Abortions now limited in Maryland
It seems many Marylanders believe that "abortion on demand" is a right of women in this state and that only a negative vote on Question 6 will limit this easy access to abortion services.
As a counselor who has struggled to find abortion appointments for many low-income women, I would like to point out this right already is severely limited in Maryland.
Most private clinics that offer general anesthesia and second trimester abortions do not accept Medical Assistance. The scenario for a woman who must rely on Medical Assistance to pay for an abortion is thus as follows:
If she is within the first eight weeks of her pregnancy and is capable of going through the abortion procedure with only a local anesthetic, she probably can get an appointment at a hospital or at one of the few clinics in Maryland that accept Medical Assistance. Even with the Medical Assistance, however, she still may have to pay a significant share of the cost.
All hospitals and clinics require that a woman first come for counseling and physical exams. She may also need to schedule a sonogram, then return a third day for the actual abortion procedure.
Not all hospitals offer abortion services. Those that do have very specific hours during which one can schedule an appointment.
If a woman is able to sort through these complexities and reach the hospital at the appropriate time she will then find an enormous waiting list for appointments.
If she is approaching her second trimester she may already be too far along to schedule an appointment within the legal time frame.
Even if she is ultimately able to get an abortion, the scarcity of appointments will have meant the procedure has been delayed a month or more after she discovered she was pregnant. Late abortions often are a direct result of limited abortion services.
"Abortion on demand" is a misleading phrase used to depict women as pushy and selfish in their requests for abortion services. In reality, many women do not "demand" abortions; they search and plead for them -- and still they are turned away.
$Carrie Armstrong Montague
Church and state
The recent decision by the Supreme Court to ban organized prayer at graduations from government-funded schools will, I suspect, be interpreted by many as an attack on religion. I would like to praise the decision, however.
Just three days after our government renewed its commitment to state/church separation, the village elders in Barra, Pakistan, enforced Islamic rules by forcing a father to execute his son and the son's girlfriend for living together without being married.
It seems unlikely that such fanatics could ever gain power of the entire U.S., but it is easy to imagine a religious group choosing one city or town as its headquarters and having enough votes to get its religion passed into law in that place. Only firm state/church separation prevents it.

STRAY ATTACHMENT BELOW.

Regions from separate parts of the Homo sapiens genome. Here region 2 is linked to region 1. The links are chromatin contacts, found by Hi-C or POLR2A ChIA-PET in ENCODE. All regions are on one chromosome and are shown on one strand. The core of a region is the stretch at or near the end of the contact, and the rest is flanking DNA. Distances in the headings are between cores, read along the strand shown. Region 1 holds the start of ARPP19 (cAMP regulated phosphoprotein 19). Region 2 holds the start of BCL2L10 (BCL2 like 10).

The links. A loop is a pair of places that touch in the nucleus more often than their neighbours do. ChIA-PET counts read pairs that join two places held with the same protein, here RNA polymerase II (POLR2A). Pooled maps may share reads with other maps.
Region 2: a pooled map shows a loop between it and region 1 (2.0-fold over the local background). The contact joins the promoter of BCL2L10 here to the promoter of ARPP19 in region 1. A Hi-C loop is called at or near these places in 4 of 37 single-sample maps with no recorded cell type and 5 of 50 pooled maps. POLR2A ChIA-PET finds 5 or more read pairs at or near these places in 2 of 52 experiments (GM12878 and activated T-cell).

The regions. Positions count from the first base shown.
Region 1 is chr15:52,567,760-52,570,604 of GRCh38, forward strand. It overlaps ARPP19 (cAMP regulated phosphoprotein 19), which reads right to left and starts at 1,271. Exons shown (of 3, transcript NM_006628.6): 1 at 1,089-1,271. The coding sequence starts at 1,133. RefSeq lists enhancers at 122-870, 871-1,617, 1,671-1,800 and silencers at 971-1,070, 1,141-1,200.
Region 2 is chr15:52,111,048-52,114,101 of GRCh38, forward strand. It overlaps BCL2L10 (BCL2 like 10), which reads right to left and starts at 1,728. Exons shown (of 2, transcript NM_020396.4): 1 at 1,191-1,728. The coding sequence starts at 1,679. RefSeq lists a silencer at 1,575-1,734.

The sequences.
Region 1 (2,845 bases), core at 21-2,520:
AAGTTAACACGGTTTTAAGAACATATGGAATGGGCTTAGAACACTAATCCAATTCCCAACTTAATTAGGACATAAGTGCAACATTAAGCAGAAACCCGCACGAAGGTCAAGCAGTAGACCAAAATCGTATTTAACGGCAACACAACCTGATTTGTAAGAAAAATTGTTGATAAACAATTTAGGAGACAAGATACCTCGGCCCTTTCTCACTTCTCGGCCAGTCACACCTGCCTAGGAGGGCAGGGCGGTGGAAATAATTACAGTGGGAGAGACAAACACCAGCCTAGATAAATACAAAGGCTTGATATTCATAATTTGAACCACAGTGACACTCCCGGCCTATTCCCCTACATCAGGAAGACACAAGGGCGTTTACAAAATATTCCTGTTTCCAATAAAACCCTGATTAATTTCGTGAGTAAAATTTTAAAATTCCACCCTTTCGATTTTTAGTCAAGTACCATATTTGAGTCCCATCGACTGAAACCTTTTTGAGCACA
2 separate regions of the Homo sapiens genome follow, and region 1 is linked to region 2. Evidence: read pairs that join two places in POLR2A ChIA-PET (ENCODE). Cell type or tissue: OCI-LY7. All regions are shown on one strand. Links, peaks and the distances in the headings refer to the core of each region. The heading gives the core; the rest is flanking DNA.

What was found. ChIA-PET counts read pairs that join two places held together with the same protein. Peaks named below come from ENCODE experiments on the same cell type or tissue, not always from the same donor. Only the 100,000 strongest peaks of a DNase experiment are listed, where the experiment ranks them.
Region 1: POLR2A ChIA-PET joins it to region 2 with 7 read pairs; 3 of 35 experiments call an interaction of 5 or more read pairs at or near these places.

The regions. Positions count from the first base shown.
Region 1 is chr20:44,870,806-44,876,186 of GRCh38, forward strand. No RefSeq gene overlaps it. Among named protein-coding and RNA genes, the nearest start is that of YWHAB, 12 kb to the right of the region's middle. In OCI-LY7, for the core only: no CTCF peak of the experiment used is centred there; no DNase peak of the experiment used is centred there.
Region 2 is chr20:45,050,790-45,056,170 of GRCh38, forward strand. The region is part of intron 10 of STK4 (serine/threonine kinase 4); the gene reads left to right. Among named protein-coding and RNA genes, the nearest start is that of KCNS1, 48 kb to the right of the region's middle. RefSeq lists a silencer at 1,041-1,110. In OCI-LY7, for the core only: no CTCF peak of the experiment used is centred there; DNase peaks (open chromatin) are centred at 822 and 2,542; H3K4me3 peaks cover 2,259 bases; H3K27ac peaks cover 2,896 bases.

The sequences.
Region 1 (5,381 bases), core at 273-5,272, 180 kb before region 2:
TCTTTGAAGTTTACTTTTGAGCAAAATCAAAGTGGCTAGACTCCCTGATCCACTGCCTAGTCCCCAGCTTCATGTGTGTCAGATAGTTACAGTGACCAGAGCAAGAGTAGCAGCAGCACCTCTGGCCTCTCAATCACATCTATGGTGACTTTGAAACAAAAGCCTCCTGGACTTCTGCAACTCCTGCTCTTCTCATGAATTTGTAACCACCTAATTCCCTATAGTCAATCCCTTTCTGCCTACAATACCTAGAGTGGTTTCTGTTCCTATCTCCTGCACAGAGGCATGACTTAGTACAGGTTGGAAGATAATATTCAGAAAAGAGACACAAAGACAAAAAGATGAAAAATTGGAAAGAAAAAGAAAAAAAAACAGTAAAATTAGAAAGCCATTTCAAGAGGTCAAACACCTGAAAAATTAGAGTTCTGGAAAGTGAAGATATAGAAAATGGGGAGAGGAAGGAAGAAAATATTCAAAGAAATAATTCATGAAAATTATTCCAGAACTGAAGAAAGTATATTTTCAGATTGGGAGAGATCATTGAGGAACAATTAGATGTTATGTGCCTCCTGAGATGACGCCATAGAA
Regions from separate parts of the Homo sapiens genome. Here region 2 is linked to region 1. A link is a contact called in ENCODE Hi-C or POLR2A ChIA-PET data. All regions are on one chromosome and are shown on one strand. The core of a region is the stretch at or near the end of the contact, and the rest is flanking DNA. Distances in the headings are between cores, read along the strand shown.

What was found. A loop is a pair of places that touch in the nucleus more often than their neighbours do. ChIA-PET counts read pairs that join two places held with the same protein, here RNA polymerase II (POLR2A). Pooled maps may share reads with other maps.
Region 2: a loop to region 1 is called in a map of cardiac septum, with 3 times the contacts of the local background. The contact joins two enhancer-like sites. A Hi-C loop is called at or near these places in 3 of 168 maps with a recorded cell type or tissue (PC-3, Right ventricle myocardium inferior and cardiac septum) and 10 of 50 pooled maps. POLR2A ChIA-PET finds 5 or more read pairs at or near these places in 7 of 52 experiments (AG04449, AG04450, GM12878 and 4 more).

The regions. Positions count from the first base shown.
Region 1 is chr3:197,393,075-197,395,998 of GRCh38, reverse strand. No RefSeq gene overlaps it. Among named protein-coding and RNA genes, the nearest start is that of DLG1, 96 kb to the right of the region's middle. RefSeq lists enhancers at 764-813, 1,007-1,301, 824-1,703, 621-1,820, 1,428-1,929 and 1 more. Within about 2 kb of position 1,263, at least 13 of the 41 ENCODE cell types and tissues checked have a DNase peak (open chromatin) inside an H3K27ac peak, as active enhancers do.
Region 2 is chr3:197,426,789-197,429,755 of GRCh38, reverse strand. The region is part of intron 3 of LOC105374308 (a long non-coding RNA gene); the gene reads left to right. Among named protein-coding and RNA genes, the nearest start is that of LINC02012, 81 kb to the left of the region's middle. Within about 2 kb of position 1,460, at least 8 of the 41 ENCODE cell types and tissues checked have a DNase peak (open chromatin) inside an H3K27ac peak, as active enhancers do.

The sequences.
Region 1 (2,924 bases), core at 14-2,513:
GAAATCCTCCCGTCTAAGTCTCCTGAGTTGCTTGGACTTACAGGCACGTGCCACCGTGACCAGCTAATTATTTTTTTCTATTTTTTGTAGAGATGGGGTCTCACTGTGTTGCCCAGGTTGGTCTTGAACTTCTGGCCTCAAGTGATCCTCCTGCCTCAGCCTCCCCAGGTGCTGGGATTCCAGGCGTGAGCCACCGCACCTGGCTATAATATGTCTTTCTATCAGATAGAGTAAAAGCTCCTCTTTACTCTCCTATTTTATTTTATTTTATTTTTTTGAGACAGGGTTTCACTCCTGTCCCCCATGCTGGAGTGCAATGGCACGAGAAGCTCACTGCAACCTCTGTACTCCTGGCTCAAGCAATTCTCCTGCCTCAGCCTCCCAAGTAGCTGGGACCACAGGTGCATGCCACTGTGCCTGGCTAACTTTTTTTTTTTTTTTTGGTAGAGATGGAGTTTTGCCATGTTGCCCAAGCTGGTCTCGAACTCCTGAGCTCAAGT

Returning to the single issue of graduation prayer, there were only two outcomes that would have been fair: Either representatives from all ethical or religious systems should have been invited by the government to speak, or none should.
I doubt that many in the Christian majority would enjoy listening to a humanist praising reason and rejecting superstition, or to a Jew looking forward to the first coming of the Messiah, or perhaps to a Hindu thanking all the gods for the wonderful educational opportunities given to the students present.
Too many governments in human history have persecuted people for having beliefs that differ from the beliefs of those in power. I applaud the United States of America for its refusal to do so!
Best in the land
I had my first opportunity June 27 to see the Orioles play in their new stadium. Since I'm not an avid baseball fan my reactions were, "It's bigger, more crowded -- just a ball park." Wrong.
My son, Tom, has put me straight. As of June 26 in San Diego, Calif., he has seen all the American and National League ball parks. This is a goal he began to work toward starting in 1969. He's seen Willie Mays play in Wrigley Field, watched Jose Bautista throw a two-hitter, been present when Bobby Thigpin broke an all-time single-season record in 1990 and watched Bob Milacki pitch a two-hitter.
Before this May, he ranked Wrigley Field, Fenway Park, Royals Stadium, Tiger Stadium and Dodger Stadium as the top ballparks. But now he says, "There is no other like it. Oriole Park at Camden Yards is the top, the Number One, the greatest ball park." I stand corrected.
Send in the troops
If we are short of police to handle escalating crime, why not involve our idle military -- Army, Navy, Coast Guard, National Guard, etc.?
Since they don't have a foreign enemy to contend with, let them earn their keep fighting our enemy within.